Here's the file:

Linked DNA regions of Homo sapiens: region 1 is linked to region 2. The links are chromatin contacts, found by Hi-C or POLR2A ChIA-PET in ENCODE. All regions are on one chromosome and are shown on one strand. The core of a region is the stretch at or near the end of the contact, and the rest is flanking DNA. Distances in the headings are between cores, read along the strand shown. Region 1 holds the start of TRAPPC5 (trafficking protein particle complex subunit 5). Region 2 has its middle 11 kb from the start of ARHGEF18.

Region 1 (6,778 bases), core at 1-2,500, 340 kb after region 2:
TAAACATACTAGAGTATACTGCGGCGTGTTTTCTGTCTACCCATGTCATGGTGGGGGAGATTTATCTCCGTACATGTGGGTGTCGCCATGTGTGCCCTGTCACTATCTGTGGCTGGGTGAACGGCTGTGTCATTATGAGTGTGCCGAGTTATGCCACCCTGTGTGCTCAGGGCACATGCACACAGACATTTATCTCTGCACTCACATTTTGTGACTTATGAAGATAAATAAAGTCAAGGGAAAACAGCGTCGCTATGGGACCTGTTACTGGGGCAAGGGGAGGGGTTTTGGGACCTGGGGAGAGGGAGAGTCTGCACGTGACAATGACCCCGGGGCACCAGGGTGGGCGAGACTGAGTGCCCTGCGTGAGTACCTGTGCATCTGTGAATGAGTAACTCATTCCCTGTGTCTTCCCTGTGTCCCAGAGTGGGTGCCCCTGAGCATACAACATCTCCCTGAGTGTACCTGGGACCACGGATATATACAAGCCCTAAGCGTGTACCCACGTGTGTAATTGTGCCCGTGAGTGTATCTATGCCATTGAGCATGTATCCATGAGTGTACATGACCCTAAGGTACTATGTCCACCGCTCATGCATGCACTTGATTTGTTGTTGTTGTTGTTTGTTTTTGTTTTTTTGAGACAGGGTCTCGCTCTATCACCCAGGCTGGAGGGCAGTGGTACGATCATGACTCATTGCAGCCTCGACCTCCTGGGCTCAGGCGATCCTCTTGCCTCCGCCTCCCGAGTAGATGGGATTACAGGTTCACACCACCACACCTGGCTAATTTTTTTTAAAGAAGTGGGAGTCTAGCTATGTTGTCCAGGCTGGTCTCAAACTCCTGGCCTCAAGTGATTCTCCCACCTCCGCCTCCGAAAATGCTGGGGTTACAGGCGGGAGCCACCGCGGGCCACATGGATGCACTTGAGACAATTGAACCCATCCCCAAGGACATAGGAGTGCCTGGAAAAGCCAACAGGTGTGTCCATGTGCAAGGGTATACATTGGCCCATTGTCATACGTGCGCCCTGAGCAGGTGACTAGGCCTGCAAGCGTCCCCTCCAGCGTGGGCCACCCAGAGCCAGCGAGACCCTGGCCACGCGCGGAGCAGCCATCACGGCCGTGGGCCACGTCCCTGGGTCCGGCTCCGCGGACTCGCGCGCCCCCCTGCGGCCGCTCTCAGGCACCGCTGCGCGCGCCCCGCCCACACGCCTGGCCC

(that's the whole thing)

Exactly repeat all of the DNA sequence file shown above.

Linked DNA regions of Homo sapiens: region 1 is linked to region 2. The links are chromatin contacts, found by Hi-C or POLR2A ChIA-PET in ENCODE. All regions are on one chromosome and are shown on one strand. The core of a region is the stretch at or near the end of the contact, and the rest is flanking DNA. Distances in the headings are between cores, read along the strand shown. Region 1 holds the start of TRAPPC5 (trafficking protein particle complex subunit 5). Region 2 has its middle 11 kb from the start of ARHGEF18.

Region 1 (6,778 bases), core at 1-2,500, 340 kb after region 2:
TAAACATACTAGAGTATACTGCGGCGTGTTTTCTGTCTACCCATGTCATGGTGGGGGAGATTTATCTCCGTACATGTGGGTGTCGCCATGTGTGCCCTGTCACTATCTGTGGCTGGGTGAACGGCTGTGTCATTATGAGTGTGCCGAGTTATGCCACCCTGTGTGCTCAGGGCACATGCACACAGACATTTATCTCTGCACTCACATTTTGTGACTTATGAAGATAAATAAAGTCAAGGGAAAACAGCGTCGCTATGGGACCTGTTACTGGGGCAAGGGGAGGGGTTTTGGGACCTGGGGAGAGGGAGAGTCTGCACGTGACAATGACCCCGGGGCACCAGGGTGGGCGAGACTGAGTGCCCTGCGTGAGTACCTGTGCATCTGTGAATGAGTAACTCATTCCCTGTGTCTTCCCTGTGTCCCAGAGTGGGTGCCCCTGAGCATACAACATCTCCCTGAGTGTACCTGGGACCACGGATATATACAAGCCCTAAGCGTGTACCCACGTGTGTAATTGTGCCCGTGAGTGTATCTATGCCATTGAGCATGTATCCATGAGTGTACATGACCCTAAGGTACTATGTCCACCGCTCATGCATGCACTTGATTTGTTGTTGTTGTTGTTTGTTTTTGTTTTTTTGAGACAGGGTCTCGCTCTATCACCCAGGCTGGAGGGCAGTGGTACGATCATGACTCATTGCAGCCTCGACCTCCTGGGCTCAGGCGATCCTCTTGCCTCCGCCTCCCGAGTAGATGGGATTACAGGTTCACACCACCACACCTGGCTAATTTTTTTTAAAGAAGTGGGAGTCTAGCTATGTTGTCCAGGCTGGTCTCAAACTCCTGGCCTCAAGTGATTCTCCCACCTCCGCCTCCGAAAATGCTGGGGTTACAGGCGGGAGCCACCGCGGGCCACATGGATGCACTTGAGACAATTGAACCCATCCCCAAGGACATAGGAGTGCCTGGAAAAGCCAACAGGTGTGTCCATGTGCAAGGGTATACATTGGCCCATTGTCATACGTGCGCCCTGAGCAGGTGACTAGGCCTGCAAGCGTCCCCTCCAGCGTGGGCCACCCAGAGCCAGCGAGACCCTGGCCACGCGCGGAGCAGCCATCACGGCCGTGGGCCACGTCCCTGGGTCCGGCTCCGCGGACTCGCGCGCCCCCCTGCGGCCGCTCTCAGGCACCGCTGCGCGCGCCCCGCCCACACGCCTGGCCC